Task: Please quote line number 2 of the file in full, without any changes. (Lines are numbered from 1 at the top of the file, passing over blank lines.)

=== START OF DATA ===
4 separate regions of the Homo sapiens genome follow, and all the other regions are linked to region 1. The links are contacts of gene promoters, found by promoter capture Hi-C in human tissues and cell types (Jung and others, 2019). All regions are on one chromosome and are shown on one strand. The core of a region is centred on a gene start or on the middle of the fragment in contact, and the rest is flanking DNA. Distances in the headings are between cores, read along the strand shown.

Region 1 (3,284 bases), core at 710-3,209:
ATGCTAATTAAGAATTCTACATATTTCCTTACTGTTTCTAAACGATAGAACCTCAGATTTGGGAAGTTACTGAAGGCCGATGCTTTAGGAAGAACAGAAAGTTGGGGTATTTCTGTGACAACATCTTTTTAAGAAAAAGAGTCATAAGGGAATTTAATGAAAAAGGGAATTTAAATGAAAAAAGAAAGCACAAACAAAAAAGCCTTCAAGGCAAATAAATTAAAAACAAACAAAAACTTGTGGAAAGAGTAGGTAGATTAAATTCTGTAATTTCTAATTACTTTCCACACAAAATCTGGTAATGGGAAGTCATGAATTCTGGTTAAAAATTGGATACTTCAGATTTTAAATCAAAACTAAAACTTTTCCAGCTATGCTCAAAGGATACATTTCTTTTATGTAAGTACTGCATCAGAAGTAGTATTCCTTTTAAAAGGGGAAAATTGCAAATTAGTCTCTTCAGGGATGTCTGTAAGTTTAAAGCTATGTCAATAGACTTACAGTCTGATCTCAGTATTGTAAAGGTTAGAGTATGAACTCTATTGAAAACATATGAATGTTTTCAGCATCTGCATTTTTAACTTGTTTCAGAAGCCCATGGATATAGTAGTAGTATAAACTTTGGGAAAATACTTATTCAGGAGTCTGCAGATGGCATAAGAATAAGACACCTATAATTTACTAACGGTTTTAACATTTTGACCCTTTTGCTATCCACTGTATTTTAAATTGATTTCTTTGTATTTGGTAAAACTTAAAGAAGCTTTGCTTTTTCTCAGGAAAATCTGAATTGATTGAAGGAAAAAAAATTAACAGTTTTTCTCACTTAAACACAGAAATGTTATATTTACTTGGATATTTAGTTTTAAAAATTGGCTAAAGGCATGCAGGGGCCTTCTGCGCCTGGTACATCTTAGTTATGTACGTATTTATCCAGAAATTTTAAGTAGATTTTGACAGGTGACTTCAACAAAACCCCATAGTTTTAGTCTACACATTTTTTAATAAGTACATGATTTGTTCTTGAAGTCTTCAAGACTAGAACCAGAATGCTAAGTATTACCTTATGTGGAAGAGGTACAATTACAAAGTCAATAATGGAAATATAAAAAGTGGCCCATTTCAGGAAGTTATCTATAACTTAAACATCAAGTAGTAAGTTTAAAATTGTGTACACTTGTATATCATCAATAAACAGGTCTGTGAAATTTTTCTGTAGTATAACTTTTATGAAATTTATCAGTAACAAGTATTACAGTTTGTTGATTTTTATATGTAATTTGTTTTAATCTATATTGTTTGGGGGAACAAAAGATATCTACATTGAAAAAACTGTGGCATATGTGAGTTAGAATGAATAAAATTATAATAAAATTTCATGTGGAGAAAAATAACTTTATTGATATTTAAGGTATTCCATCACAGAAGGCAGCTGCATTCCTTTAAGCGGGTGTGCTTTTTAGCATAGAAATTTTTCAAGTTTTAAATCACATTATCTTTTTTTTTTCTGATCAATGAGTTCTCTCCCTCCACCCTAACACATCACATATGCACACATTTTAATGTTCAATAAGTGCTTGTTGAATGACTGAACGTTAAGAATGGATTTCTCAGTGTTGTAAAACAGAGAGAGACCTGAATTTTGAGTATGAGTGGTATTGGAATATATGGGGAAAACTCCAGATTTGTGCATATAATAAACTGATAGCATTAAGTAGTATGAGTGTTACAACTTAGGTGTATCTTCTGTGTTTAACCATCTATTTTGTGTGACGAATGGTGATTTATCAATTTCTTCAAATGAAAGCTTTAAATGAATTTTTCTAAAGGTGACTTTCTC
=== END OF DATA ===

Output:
Region 1 (3,284 bases), core at 710-3,209: